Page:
Managers mixed about letting financial workers earn education credits on the job
July 11, 2017
• Only 26 percent of companies allow all employees to fulfill continuing professional education requirements while at work
• “The better informed your employees are, the fewer technical, compliance and ethical mistakes they're likely to make”
Employers want financial employees who are well informed on the latest regulations, business trends and best practices. But they're not always willing to let their teams pursue continuing professional education opportunities on company time, according to a new survey from recruitment firm Robert Half Finance & Accounting.
Only 26 percent of CFOs report their companies allow all employees to fulfill continuing professional education requirements, which come from the National Association of State Boards of Accountancy while at work; another 24 percent say it depends on the employee. Half of firms rarely or never let any staff take classes during business hours.
"Businesses do themselves a disservice by prohibiting employees from taking CPE courses during company time," says Robert Half Senior Executive Director Paul McDonald. "Webinars, seminars and online courses, some as short as 10 minutes, allow professionals to earn the needed credits and help their employers by staying on the cutting edge of industry trends."
Mr. McDonald says investing time in staff members' ongoing education offers lasting benefits. "The better informed your employees are, the fewer technical, compliance and ethical mistakes they're likely to make," he says. "Moreover, a generous training program that includes allowing staff to obtain continuing education during work hours shows support for professional development and is a powerful recruitment and retention tool."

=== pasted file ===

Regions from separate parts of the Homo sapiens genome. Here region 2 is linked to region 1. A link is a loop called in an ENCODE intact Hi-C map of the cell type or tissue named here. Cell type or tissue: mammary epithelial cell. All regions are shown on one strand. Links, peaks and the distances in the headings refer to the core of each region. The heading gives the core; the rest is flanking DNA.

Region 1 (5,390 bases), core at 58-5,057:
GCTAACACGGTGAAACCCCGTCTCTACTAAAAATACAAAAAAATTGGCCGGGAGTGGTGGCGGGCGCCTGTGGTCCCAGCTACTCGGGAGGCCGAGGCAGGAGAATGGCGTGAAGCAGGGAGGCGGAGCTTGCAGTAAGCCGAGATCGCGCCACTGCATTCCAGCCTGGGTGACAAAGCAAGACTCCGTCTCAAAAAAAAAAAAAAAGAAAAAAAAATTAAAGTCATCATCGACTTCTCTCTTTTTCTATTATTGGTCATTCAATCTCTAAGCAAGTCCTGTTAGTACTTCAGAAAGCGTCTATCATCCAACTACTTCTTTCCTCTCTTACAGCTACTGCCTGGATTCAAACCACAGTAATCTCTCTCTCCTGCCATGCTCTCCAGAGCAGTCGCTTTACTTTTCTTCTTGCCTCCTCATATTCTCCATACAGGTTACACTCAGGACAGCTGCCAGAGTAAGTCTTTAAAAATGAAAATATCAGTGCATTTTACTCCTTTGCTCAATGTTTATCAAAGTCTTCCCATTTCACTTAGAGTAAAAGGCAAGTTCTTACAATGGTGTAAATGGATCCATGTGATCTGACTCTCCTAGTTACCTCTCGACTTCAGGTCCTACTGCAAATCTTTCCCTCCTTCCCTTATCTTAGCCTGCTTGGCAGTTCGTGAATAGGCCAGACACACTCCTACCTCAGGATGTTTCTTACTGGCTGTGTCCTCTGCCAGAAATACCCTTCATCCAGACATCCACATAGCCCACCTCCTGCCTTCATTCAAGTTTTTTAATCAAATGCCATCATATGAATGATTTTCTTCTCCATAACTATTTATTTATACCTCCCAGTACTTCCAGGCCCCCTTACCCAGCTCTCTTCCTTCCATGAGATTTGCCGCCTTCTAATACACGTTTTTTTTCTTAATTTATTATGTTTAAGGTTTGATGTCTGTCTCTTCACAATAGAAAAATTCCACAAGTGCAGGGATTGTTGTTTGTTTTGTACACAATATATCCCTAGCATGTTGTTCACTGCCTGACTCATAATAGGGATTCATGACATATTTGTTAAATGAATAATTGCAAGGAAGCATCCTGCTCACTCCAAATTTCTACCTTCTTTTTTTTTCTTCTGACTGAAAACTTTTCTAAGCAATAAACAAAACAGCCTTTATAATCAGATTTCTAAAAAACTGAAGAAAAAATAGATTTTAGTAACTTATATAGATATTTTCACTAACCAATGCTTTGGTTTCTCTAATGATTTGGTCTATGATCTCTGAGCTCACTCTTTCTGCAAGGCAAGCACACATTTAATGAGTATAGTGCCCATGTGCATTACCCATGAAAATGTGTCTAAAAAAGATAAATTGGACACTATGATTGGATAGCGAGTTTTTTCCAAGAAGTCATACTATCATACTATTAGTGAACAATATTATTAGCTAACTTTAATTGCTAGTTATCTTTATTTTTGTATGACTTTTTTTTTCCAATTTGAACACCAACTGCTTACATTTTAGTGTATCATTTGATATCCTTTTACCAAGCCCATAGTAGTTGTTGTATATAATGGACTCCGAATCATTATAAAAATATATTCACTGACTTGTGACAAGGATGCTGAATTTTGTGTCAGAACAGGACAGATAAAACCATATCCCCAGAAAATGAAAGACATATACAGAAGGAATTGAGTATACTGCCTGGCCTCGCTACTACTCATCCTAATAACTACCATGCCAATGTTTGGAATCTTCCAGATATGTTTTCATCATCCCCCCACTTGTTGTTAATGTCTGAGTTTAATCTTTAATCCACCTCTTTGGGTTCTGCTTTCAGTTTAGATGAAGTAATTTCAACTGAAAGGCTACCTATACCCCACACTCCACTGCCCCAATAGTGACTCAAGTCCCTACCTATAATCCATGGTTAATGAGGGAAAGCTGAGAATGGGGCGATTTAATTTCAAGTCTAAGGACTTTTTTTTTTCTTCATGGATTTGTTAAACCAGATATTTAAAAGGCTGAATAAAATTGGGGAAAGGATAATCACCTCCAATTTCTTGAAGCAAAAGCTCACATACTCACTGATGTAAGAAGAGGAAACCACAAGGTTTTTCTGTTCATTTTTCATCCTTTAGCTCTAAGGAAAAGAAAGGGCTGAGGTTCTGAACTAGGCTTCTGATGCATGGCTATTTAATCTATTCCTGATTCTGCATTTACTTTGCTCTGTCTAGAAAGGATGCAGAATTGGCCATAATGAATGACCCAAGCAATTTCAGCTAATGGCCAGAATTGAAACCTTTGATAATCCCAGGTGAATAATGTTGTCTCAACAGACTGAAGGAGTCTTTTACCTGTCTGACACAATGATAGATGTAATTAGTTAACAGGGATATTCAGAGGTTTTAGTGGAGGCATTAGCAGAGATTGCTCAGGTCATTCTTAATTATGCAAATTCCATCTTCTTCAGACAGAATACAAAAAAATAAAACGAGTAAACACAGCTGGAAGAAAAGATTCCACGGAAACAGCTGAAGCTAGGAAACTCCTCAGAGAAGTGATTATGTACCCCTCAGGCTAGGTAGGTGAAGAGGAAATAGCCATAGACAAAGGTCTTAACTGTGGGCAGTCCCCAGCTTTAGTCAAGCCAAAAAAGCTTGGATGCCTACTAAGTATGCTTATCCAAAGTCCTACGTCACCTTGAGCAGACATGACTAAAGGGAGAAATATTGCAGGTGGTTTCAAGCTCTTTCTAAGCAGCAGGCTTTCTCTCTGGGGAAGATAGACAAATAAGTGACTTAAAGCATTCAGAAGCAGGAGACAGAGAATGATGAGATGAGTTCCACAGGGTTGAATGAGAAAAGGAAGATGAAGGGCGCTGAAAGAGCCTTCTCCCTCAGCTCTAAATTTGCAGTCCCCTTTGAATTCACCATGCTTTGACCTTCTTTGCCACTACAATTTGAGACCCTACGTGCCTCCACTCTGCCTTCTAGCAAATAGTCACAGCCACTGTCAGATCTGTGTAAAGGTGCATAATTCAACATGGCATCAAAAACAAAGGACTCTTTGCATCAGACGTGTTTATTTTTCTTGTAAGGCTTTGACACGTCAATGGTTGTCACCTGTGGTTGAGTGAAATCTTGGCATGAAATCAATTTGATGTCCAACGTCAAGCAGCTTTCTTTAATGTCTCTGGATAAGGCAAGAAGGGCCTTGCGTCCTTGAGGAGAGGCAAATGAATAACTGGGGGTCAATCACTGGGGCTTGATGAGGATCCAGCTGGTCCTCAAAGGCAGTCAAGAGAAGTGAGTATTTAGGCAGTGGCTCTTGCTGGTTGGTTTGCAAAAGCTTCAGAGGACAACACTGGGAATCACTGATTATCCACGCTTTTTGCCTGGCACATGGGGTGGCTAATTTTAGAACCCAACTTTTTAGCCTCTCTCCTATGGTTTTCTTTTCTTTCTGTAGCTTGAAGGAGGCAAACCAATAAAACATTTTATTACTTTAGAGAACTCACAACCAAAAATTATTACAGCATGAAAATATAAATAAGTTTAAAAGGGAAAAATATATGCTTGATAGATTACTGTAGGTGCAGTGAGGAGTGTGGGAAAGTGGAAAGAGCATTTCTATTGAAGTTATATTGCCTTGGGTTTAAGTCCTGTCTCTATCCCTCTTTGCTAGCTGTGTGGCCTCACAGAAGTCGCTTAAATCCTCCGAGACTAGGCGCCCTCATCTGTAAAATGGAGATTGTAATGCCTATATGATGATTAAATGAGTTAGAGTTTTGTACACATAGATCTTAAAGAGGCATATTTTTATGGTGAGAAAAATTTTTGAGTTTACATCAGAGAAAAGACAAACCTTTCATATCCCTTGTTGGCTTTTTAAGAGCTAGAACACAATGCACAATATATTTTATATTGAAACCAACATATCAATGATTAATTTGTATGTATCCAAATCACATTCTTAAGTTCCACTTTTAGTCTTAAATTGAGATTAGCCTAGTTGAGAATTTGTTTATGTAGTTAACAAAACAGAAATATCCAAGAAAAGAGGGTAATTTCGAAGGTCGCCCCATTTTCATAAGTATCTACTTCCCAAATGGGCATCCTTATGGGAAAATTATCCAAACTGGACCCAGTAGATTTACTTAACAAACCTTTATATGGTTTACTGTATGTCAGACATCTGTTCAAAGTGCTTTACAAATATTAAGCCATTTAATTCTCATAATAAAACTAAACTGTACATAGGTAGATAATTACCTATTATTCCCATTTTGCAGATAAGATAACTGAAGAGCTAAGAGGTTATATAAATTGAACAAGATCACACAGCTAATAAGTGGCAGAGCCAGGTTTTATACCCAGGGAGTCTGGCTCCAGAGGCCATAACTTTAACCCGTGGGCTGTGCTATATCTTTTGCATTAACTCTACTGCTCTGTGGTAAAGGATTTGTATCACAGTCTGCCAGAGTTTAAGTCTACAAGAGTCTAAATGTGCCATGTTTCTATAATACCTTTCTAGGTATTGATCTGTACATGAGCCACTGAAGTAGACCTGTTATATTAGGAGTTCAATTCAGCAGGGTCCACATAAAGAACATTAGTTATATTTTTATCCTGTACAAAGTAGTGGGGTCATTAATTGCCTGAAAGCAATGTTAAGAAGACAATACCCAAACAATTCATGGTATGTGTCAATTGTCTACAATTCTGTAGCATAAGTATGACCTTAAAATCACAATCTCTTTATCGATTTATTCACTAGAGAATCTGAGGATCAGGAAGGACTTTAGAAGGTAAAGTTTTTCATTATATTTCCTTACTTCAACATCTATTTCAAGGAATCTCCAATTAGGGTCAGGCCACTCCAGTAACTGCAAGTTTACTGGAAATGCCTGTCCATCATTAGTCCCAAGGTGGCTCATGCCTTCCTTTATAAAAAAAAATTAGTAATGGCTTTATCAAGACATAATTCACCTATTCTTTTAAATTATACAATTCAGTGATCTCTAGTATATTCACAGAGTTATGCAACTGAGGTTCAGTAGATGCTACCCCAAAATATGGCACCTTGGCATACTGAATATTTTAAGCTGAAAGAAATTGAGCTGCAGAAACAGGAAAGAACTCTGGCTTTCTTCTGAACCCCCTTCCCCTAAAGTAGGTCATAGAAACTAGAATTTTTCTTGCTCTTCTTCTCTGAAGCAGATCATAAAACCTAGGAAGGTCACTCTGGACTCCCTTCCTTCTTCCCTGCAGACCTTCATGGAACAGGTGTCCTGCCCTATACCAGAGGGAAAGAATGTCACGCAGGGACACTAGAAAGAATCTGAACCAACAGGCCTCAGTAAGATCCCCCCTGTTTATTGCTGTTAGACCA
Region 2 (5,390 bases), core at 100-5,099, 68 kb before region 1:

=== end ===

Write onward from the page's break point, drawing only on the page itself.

For employees trying to convince the boss that they need to take training during company time, Robert Half Finance & Accounting offers four tips:
• Be your own best advocate
Supervisors may need to be convinced to let employees take courses while at work. Build a business case for how the company will benefit from the skills you'll acquire.
• Start small
If your boss frowns on continuing education during work hours, choose sessions that can be scheduled during your lunch hour. Not sure where to start your search? Try the NASBA for more information on requirements and courses for each state.
• Emphasize the big picture
Is there a gap in your department's knowledge base? Let your boss know how CPE classes will enable you to shore up those weaknesses and support the team.
• Evaluate different options
While some CPE courses are online and others in-person, offerings from providers, including professional organizations, are evolving. For example, in some states, accountants can earn credits through a series of shorter events. Check with local professional associations to find opportunities that fit your needs.
About the survey
The survey was developed and paid for by Robert Half Finance & Accounting and conducted by an independent research firm. It is based on telephone interviews with more than 2,200 CFOs from a stratified random sample of companies in more than 20 of the largest U.S. metropolitan areas.